Last spring I found myself in rural Alabama, sitting between an investigative journalist and a candid salesman I’ll call Sid, who was hawking used and potentially contaminated former FEMA trailers to those displaced by a series of tornados. These trailers had originally been issued by the federal government after Hurricane Katrina and were found to contain elevated levels of formaldehyde. Over 150,000 of these onetime emergency housing units were recalled and they rotted away on federal storage lots for several years before being auctioned off by the government to private buyers. “NOT TO BE USED FOR HOUSING” stickers were placed in their windows and all sales were made with the caveat that they could not be resold as homes—resellers could face a potential five year prison sentence for doing so.
Talking to Sid in his showroom, he downplayed the use of his trailers as residences, suggesting they were primarily being used for recreational purposes despite the fact that he was using the FEMA insignia on his signs to draw in those struck by calamity. As we spoke, an older man shakily walked in and declared to the room, “I need a home,” with wide, shell-shocked eyes. Sid accepted our knowing looks with a small bow of his head before rushing off to show his new customer the available models. When he returned, he reasoned with us, “people can’t do no better. You got people homeless, sleep under doggone bridges. Where you think they gonna stay?”
There is a lot more of this story to tell, as I heard Sid’s assumption—that housing should unequivocally be prioritized over health—tumble from the mouths of FEMA trailer resellers across the country. These rural entrepreneurs, spanning every corner of the US, sold their FEMA trailers to those dispossessed by the less concentrated housing crises of rural and suburban poverty. But I don’t need to lay all the details out here because the baseline story has already been written, by the journalist Ariella Cohen, and is a mouse-click away, should you want it. (Wait! Don’t click away just yet. This is about to get relevant!)
Ariella and I met that winter in New Orleans. She was looking for a good lead and I had been chronicling the social lives of these infamous housing units for over a year as part of my PhD dissertation and was looking for company in the caper. Eventually she would visit some of my fieldsites, upon invitation from my informants, and she would in turn open up new fieldsites for me. Her journalistic willingness to stride up to the trailer doors of strangers and cold-call the most pugnacious of trailer resellers expedited the untangling of the large-scale and distributed worlds of these trailers. What unfolded was almost a good cop/bad cop dynamic as I ask questions less aggressively, am much more timid and am bound by a much more restrictive code of ethics.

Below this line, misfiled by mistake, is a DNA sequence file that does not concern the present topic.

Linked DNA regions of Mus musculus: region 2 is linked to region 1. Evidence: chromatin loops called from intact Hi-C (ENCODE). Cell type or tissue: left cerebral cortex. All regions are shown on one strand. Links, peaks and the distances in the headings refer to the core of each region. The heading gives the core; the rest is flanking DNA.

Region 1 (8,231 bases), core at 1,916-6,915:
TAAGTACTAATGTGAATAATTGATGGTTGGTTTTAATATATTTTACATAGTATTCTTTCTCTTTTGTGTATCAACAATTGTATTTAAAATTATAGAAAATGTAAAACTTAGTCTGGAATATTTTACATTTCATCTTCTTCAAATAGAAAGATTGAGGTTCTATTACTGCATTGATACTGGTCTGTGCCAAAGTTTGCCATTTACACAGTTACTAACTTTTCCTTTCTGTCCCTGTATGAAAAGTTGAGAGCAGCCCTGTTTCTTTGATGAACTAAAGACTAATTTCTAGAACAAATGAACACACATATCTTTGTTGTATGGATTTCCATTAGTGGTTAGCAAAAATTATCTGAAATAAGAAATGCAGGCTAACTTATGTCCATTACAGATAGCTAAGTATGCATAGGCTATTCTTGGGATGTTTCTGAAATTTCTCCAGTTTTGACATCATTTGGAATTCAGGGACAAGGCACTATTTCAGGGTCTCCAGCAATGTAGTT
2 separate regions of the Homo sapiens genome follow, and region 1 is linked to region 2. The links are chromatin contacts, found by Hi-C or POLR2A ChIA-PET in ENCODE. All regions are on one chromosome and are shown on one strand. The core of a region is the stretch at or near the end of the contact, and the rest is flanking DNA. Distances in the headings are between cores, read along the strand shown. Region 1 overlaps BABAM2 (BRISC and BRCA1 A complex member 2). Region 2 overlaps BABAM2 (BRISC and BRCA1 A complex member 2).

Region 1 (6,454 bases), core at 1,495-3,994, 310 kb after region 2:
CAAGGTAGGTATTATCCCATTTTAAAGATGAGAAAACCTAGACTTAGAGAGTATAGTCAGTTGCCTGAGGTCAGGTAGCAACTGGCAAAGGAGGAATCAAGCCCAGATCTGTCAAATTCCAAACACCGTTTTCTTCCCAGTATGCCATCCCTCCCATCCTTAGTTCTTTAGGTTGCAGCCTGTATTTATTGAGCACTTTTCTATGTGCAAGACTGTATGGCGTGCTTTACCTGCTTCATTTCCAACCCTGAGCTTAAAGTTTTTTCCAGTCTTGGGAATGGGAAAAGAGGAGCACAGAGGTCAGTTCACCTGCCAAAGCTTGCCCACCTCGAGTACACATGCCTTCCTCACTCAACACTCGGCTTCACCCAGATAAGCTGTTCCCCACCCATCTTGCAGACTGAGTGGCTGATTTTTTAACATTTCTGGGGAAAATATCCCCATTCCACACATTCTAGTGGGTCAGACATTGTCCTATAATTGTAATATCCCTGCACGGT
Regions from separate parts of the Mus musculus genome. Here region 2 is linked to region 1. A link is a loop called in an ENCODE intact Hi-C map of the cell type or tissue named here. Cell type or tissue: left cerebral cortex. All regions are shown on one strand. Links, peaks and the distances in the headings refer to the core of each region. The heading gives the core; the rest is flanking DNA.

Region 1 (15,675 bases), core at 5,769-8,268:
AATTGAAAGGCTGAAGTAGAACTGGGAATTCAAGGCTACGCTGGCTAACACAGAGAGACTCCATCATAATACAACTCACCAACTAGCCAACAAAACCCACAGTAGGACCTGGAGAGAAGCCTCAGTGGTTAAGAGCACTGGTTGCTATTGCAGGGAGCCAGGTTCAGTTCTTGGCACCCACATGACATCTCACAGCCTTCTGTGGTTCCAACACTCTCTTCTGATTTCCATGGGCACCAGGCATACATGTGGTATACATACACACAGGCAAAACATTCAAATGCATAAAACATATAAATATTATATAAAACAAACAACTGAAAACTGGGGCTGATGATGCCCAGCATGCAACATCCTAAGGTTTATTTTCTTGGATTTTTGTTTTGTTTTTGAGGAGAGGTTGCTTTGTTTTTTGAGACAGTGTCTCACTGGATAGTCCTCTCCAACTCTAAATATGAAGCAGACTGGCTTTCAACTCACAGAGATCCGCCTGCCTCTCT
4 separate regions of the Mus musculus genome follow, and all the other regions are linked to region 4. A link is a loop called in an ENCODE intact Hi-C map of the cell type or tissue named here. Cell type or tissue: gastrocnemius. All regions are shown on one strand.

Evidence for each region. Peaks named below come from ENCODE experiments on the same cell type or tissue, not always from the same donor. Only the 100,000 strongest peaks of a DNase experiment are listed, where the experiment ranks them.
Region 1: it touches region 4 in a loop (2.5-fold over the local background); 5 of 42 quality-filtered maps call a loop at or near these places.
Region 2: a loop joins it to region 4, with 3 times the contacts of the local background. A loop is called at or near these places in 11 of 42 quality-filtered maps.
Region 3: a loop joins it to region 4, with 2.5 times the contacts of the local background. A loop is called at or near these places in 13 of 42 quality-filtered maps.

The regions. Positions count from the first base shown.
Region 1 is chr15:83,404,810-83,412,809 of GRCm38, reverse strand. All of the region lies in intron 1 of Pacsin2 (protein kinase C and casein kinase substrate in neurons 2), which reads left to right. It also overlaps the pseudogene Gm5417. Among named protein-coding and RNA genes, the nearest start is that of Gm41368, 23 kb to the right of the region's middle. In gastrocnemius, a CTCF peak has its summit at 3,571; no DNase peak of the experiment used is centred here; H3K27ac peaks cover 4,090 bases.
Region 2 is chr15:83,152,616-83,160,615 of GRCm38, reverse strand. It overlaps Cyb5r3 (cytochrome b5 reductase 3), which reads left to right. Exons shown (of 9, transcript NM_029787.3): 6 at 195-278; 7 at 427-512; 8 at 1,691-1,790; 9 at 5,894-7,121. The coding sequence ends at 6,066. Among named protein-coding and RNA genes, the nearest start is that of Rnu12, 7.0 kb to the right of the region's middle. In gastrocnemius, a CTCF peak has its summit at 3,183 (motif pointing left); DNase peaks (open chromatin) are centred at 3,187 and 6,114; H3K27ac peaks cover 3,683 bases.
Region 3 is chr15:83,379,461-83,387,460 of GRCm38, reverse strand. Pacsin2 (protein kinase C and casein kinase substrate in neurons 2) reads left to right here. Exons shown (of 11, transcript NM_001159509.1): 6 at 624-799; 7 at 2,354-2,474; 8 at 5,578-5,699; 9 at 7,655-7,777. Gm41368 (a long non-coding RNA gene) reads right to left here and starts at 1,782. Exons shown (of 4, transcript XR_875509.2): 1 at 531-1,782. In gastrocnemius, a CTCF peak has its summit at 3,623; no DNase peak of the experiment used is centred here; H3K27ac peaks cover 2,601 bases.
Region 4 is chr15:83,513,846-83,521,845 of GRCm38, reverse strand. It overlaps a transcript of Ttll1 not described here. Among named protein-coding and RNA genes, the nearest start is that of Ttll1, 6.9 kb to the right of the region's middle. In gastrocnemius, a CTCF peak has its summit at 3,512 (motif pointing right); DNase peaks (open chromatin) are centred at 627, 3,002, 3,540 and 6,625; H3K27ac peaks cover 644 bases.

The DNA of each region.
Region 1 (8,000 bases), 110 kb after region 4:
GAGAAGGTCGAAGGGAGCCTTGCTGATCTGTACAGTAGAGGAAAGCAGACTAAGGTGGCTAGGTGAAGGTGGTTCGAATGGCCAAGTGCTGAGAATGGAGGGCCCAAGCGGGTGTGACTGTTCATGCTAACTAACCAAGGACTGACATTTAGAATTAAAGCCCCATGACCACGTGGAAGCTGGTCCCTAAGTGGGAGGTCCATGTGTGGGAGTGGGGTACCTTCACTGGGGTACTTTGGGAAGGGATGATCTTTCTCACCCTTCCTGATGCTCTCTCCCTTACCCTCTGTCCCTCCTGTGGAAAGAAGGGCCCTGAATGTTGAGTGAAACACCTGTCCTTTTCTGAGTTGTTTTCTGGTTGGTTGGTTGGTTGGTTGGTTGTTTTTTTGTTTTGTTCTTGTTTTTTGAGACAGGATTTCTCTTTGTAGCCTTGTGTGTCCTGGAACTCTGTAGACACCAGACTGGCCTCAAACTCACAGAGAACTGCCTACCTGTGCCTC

Collaborating with someone bearing a less exacting professional code does not mean that your work has to become less ethical, just more awkward. Before interviewing anyone we would often have to perform a Laurel & Hardy routine of laying out the various differences in confidentiality between talking to me and talking to Ariella and do so at such length that sources would interrupt us with their approval. Ariella would ask a factual line of questions first and then I would either come back on my own later or ask her to leave before I struck up my more open ended line of questioning or a symptoms survey for trailer inhabitants.
Collaborating with a reporter expedited the speed of my research, increased the confidence of my informants and helped far-flung FEMA trailer residents find me to tell me there story. For example, when I was in Nebraska to meet with an informant, I was met by a local camera crew and featured on the evening news. Despite my inarticulateness and comedic facial over-expression, a secondary informant, who was previously very reluctant to meet, had seen me on TV and decided I was worth a chat. Following the posting of that video online, a FEMA trailer inhabitant in Indiana commented with her story and I later was able to drive out and meet with her family.
I could go on, and the point of this post is not to pat myself on the back for getting on small town TV during a slow news day or going on a series of road trips with an investigative journalist, but to point out that the benefit of working with the news media extends far beyond simply ‘getting the word out.’